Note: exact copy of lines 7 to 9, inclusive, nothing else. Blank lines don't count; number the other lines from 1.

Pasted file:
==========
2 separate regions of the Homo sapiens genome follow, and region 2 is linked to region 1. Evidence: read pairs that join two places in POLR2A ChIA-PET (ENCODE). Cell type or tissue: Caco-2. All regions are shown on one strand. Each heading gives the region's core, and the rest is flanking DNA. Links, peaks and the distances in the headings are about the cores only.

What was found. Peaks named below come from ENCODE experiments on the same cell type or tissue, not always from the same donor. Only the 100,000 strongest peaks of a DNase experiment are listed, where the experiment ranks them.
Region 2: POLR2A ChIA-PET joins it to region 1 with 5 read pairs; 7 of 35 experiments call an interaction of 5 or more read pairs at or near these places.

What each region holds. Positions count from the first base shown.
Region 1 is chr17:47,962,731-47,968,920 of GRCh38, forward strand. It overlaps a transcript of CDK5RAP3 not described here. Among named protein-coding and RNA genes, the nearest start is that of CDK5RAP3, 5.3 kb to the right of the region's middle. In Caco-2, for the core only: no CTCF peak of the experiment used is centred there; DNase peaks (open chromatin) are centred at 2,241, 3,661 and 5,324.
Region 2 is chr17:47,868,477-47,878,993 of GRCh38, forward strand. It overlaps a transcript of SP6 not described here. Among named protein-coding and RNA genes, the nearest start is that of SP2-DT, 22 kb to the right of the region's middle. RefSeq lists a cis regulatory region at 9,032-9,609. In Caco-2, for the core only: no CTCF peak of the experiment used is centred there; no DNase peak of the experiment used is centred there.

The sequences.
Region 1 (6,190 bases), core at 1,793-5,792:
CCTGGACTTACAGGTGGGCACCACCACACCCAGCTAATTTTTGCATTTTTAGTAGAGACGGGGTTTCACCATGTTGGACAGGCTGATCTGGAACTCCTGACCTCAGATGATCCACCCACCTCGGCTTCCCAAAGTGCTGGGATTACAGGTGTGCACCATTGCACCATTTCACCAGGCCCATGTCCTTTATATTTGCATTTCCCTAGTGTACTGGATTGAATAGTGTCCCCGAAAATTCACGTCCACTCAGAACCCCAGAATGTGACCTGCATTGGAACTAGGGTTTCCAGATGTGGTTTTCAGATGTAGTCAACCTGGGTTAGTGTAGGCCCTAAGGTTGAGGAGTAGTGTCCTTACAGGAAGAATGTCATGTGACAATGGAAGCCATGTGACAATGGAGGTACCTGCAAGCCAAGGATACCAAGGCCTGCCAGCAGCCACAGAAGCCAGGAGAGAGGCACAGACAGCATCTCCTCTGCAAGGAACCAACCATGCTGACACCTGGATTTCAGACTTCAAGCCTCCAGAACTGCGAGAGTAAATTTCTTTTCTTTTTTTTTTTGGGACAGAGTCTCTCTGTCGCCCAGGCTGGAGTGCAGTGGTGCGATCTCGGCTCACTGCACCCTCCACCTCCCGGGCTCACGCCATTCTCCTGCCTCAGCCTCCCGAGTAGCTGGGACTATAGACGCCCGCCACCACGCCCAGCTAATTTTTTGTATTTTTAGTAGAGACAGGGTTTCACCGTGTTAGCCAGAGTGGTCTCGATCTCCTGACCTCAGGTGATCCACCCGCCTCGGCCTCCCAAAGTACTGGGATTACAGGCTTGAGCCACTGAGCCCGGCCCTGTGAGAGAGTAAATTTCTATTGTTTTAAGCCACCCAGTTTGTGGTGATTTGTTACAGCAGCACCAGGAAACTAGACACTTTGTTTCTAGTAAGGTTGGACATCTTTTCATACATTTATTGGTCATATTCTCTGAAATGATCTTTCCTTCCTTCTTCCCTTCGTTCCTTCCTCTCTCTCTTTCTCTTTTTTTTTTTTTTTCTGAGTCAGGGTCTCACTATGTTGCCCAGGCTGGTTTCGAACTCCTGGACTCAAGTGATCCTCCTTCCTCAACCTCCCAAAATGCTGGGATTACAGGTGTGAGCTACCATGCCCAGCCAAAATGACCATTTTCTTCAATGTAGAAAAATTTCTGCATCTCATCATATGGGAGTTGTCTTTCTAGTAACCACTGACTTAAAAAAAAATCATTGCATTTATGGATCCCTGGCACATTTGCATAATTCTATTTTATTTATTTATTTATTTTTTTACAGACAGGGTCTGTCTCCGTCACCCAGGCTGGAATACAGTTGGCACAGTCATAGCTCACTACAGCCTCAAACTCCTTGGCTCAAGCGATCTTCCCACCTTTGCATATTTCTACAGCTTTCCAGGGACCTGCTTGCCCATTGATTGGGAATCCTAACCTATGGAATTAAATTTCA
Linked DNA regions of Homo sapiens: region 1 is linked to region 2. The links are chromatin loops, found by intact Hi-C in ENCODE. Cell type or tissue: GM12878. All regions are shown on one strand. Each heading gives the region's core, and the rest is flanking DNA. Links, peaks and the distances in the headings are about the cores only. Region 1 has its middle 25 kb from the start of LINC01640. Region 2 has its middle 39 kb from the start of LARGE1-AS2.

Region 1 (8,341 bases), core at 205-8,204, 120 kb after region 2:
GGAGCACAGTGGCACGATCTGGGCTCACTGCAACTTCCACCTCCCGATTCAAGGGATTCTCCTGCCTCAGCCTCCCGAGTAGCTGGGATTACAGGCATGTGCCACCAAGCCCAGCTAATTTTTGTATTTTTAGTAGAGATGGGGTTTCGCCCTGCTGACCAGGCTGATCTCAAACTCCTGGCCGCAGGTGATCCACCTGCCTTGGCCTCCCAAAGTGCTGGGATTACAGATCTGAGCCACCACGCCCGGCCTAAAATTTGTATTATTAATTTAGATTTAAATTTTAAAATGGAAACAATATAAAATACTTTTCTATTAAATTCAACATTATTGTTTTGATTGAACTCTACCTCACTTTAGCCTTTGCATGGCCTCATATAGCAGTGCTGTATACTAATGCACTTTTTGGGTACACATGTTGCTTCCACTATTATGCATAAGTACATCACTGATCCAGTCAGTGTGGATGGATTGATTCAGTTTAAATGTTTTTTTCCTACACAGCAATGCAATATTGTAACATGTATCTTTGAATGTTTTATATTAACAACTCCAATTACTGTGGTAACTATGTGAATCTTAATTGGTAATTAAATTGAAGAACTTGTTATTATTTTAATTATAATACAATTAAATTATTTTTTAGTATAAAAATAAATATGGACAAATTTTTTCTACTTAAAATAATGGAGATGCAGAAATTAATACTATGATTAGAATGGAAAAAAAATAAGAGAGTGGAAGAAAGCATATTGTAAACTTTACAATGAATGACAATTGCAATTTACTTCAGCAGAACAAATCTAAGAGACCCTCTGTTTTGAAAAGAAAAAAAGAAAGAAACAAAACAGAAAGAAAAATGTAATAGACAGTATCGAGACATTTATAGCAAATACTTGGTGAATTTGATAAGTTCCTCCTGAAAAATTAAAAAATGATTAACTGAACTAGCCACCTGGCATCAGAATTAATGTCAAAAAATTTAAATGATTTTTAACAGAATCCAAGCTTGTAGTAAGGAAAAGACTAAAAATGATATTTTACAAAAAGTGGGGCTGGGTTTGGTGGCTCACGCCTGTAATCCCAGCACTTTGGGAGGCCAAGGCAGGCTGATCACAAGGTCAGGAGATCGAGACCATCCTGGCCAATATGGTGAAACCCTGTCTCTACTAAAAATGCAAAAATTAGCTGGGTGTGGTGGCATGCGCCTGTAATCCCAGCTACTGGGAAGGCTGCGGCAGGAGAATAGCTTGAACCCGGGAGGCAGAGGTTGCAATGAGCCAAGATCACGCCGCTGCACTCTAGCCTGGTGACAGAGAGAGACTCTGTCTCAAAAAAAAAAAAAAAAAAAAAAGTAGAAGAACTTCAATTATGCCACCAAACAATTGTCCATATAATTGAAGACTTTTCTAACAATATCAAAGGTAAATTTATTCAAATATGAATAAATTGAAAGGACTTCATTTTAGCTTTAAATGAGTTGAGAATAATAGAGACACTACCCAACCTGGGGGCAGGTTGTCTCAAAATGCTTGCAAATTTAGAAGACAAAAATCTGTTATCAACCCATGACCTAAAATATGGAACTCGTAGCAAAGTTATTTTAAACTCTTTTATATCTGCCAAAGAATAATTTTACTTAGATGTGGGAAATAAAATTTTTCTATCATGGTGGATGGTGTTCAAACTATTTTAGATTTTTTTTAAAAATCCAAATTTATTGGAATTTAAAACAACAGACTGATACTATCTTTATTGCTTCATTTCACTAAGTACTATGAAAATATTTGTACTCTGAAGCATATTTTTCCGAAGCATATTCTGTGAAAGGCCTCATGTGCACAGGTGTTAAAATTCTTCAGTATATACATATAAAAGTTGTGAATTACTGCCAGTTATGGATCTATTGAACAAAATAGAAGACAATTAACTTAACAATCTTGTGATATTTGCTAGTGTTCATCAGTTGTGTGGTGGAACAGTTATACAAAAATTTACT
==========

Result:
The sequences.
Region 1 (6,190 bases), core at 1,793-5,792:
CCTGGACTTACAGGTGGGCACCACCACACCCAGCTAATTTTTGCATTTTTAGTAGAGACGGGGTTTCACCATGTTGGACAGGCTGATCTGGAACTCCTGACCTCAGATGATCCACCCACCTCGGCTTCCCAAAGTGCTGGGATTACAGGTGTGCACCATTGCACCATTTCACCAGGCCCATGTCCTTTATATTTGCATTTCCCTAGTGTACTGGATTGAATAGTGTCCCCGAAAATTCACGTCCACTCAGAACCCCAGAATGTGACCTGCATTGGAACTAGGGTTTCCAGATGTGGTTTTCAGATGTAGTCAACCTGGGTTAGTGTAGGCCCTAAGGTTGAGGAGTAGTGTCCTTACAGGAAGAATGTCATGTGACAATGGAAGCCATGTGACAATGGAGGTACCTGCAAGCCAAGGATACCAAGGCCTGCCAGCAGCCACAGAAGCCAGGAGAGAGGCACAGACAGCATCTCCTCTGCAAGGAACCAACCATGCTGACACCTGGATTTCAGACTTCAAGCCTCCAGAACTGCGAGAGTAAATTTCTTTTCTTTTTTTTTTTGGGACAGAGTCTCTCTGTCGCCCAGGCTGGAGTGCAGTGGTGCGATCTCGGCTCACTGCACCCTCCACCTCCCGGGCTCACGCCATTCTCCTGCCTCAGCCTCCCGAGTAGCTGGGACTATAGACGCCCGCCACCACGCCCAGCTAATTTTTTGTATTTTTAGTAGAGACAGGGTTTCACCGTGTTAGCCAGAGTGGTCTCGATCTCCTGACCTCAGGTGATCCACCCGCCTCGGCCTCCCAAAGTACTGGGATTACAGGCTTGAGCCACTGAGCCCGGCCCTGTGAGAGAGTAAATTTCTATTGTTTTAAGCCACCCAGTTTGTGGTGATTTGTTACAGCAGCACCAGGAAACTAGACACTTTGTTTCTAGTAAGGTTGGACATCTTTTCATACATTTATTGGTCATATTCTCTGAAATGATCTTTCCTTCCTTCTTCCCTTCGTTCCTTCCTCTCTCTCTTTCTCTTTTTTTTTTTTTTTCTGAGTCAGGGTCTCACTATGTTGCCCAGGCTGGTTTCGAACTCCTGGACTCAAGTGATCCTCCTTCCTCAACCTCCCAAAATGCTGGGATTACAGGTGTGAGCTACCATGCCCAGCCAAAATGACCATTTTCTTCAATGTAGAAAAATTTCTGCATCTCATCATATGGGAGTTGTCTTTCTAGTAACCACTGACTTAAAAAAAAATCATTGCATTTATGGATCCCTGGCACATTTGCATAATTCTATTTTATTTATTTATTTATTTTTTTACAGACAGGGTCTGTCTCCGTCACCCAGGCTGGAATACAGTTGGCACAGTCATAGCTCACTACAGCCTCAAACTCCTTGGCTCAAGCGATCTTCCCACCTTTGCATATTTCTACAGCTTTCCAGGGACCTGCTTGCCCATTGATTGGGAATCCTAACCTATGGAATTAAATTTCA